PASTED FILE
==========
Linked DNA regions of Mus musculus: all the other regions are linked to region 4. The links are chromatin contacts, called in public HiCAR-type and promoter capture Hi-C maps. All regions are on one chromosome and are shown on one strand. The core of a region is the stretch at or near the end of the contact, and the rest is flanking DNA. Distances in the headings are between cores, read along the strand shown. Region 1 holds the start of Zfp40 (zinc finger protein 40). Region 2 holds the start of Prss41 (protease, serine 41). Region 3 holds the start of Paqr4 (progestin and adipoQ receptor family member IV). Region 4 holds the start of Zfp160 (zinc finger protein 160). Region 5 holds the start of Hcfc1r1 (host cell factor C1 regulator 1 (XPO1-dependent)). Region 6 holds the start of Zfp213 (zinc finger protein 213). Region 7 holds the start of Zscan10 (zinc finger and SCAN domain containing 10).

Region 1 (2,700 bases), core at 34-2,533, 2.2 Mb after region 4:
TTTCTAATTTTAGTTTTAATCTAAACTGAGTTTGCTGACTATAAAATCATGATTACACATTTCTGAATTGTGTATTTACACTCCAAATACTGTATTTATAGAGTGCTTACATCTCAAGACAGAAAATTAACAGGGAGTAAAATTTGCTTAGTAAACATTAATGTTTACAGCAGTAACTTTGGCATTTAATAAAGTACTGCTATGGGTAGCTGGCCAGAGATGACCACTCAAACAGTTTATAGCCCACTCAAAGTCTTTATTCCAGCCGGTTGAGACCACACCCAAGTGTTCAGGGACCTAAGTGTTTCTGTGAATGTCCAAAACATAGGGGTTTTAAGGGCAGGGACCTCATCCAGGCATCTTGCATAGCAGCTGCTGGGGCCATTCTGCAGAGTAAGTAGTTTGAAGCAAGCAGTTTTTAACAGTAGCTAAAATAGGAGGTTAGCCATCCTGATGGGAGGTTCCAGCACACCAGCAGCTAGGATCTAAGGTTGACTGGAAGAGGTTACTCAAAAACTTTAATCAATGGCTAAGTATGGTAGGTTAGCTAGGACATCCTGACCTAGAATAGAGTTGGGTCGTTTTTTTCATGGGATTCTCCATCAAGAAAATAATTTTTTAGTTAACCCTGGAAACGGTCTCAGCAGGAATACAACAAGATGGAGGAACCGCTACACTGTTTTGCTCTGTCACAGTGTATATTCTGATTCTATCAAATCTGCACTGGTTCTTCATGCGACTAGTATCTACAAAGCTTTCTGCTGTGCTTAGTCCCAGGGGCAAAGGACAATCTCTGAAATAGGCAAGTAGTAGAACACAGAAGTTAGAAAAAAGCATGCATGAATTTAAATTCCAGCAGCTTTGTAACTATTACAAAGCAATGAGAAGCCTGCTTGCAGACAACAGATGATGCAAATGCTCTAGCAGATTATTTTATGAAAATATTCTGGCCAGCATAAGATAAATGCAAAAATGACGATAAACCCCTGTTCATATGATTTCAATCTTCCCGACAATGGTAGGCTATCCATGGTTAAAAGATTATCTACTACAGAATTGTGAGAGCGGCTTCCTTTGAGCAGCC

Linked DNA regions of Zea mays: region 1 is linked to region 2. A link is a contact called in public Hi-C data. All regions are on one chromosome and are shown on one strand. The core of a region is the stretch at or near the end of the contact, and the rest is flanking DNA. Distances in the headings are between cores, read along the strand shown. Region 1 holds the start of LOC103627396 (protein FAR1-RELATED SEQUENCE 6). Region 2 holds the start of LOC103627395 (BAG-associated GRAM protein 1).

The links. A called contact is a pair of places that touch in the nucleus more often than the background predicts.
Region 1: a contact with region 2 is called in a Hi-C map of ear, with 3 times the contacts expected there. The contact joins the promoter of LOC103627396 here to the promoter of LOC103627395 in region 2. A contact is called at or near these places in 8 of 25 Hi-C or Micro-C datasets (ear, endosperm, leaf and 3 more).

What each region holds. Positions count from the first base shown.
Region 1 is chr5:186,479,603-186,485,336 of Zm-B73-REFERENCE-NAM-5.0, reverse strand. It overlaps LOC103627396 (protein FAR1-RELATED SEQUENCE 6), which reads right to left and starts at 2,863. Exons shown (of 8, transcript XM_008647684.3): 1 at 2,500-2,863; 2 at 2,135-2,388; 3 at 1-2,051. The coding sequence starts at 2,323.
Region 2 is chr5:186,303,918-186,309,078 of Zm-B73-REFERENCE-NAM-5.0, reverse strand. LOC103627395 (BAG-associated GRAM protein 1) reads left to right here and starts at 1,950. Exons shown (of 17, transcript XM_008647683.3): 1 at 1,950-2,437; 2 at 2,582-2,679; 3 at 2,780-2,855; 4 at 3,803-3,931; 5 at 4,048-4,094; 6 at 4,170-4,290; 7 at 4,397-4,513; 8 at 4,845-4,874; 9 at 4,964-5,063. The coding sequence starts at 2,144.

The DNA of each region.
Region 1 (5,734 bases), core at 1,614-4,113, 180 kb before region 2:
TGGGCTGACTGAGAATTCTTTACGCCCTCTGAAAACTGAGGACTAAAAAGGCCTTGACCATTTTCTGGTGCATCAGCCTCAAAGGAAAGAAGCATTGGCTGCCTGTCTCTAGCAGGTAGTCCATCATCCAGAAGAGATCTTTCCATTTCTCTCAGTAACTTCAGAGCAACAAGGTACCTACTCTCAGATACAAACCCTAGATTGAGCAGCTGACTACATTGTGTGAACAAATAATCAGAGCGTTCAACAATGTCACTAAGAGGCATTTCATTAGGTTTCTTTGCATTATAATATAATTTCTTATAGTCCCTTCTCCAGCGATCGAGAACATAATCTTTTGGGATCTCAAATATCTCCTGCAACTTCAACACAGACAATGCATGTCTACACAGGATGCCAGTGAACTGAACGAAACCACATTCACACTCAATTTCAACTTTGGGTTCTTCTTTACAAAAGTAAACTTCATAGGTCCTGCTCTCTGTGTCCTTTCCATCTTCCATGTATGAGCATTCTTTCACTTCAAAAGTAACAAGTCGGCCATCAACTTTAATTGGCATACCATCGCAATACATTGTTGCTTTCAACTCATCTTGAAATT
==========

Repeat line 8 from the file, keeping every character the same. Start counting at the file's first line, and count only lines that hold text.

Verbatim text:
Region 1 is chr5:186,479,603-186,485,336 of Zm-B73-REFERENCE-NAM-5.0, reverse strand. It overlaps LOC103627396 (protein FAR1-RELATED SEQUENCE 6), which reads right to left and starts at 2,863. Exons shown (of 8, transcript XM_008647684.3): 1 at 2,500-2,863; 2 at 2,135-2,388; 3 at 1-2,051. The coding sequence starts at 2,323.